Athough the Black Wood Partridge Melanoperdix nigra was discovered in 1829 by Vigors, it was 1955 before the first living specimens reached Europe (England). The species originates from Malaysia and Sumatra. In 1917 Rothschild described the subspecies Melanoperdix nigra borneensis which is found in the southern and western portions of Borneo. The subspecies inhabits primary and secondary forest lowlands up to 600 meters (approx. 2000 ft.).
Other than they are most often observed in pairs, little is known about the habits of this species in the wild.
The male is black with some darkbrown flight-feathers. The bill is black and the eyes are dark brown. The legs are blue-gray in coloration. The female is mainly chestnut-brown with a whitegray chin and some black stripes on the wings. Her belly is white and the bill is black-brown. The length of both sexes is 25-26 centimeter (9.75 - 10.14 in.) with the female appearing slightly larger but the male is actually somewhat heavier.
I personally do not know what happened to the first birds brought into England in 1955 and breeding results, if any, are not known.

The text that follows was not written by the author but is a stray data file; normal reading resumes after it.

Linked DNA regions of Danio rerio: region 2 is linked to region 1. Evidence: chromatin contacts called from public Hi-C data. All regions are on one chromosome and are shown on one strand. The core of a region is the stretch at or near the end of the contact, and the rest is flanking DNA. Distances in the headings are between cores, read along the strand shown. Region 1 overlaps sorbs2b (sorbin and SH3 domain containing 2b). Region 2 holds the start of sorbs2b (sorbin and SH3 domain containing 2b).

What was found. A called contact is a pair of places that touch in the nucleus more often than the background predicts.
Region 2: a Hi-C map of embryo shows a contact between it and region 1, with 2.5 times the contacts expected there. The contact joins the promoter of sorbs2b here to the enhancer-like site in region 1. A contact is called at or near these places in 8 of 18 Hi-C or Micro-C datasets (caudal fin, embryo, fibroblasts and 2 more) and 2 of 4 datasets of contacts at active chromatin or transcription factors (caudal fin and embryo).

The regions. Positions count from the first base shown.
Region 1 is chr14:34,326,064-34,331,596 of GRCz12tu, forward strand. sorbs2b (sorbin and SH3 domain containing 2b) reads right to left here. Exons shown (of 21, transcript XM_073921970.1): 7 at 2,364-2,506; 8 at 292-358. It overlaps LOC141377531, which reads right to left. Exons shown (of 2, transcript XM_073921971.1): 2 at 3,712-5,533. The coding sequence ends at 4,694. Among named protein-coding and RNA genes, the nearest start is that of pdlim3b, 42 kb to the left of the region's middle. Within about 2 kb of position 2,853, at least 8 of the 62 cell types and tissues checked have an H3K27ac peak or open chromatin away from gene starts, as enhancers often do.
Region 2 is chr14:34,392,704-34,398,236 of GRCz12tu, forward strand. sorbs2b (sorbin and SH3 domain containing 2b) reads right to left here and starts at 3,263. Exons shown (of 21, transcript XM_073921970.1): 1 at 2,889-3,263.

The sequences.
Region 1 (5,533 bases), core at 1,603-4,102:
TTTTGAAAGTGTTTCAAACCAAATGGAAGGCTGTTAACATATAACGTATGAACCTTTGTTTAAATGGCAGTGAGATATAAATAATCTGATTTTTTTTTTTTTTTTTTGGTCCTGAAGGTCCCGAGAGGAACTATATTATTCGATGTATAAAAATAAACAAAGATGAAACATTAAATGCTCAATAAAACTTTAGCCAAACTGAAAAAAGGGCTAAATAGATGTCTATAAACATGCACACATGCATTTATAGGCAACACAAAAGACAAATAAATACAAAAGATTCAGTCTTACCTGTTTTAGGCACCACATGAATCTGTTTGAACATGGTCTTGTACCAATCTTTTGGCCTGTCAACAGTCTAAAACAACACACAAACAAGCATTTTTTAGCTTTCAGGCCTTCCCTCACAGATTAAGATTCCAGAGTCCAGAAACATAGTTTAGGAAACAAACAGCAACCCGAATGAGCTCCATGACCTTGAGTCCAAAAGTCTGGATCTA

In 1981 a small group of the nominate form were brought to Germany and some were obtained by the Berlin Zoo (Reinhardt, 1981). Others came into the hands of private aviculturists and several breeding have taken place.
Around the same time, some specimens of the Borneo Black Wood Partridge (M. n. borneensis) came to the Netherlands and here a wellknown Dutch birdpark (Avifauna) obtained a pair (v/d Sluis, 1987). This pair was housed in a small aviary within a tropical hall. Although the birds seemed happy, it took several years
before the birds showed some breeding behavior. When the male found something to eat, he started to call and. the female took it from his bill. Some nest-building attempts were made hut the nests were too weak. Then the keepers made a nest from a wire-mesh
cylinder which they covered with reeds and dry grass. Hay was placed inside the structure and here the female produced six eggs at intervals of 3 to 6 days. Because the female made no attempt to incubate, the eggs were removed and put in an incubator. Here four eggs hatched after an incubation period of 18 days. Two young were raised successfully.
In both the Berlin Zoo and at Avifauna, it was discovered that a large water bowl (or even better-a small pool) is very important for this species as these birds love to bath.
Hopefully, it will be possible to build up a healthy population from the few birds now in captivity and more aviculturists will be able to obtain the Black Wood Partridge and gather experience with this interesting bird.
Reinhardt, R. 1981, Bemerkungen zur Schwarzachtel Melanoperdix nigra, Gefiederte Welt Vol. 105 pp 201-203.
v/d Sluis, H. 1987, Broedverslag van de Zwarte Bospatrijs, de Harpij Vol. 6 pp 10-11.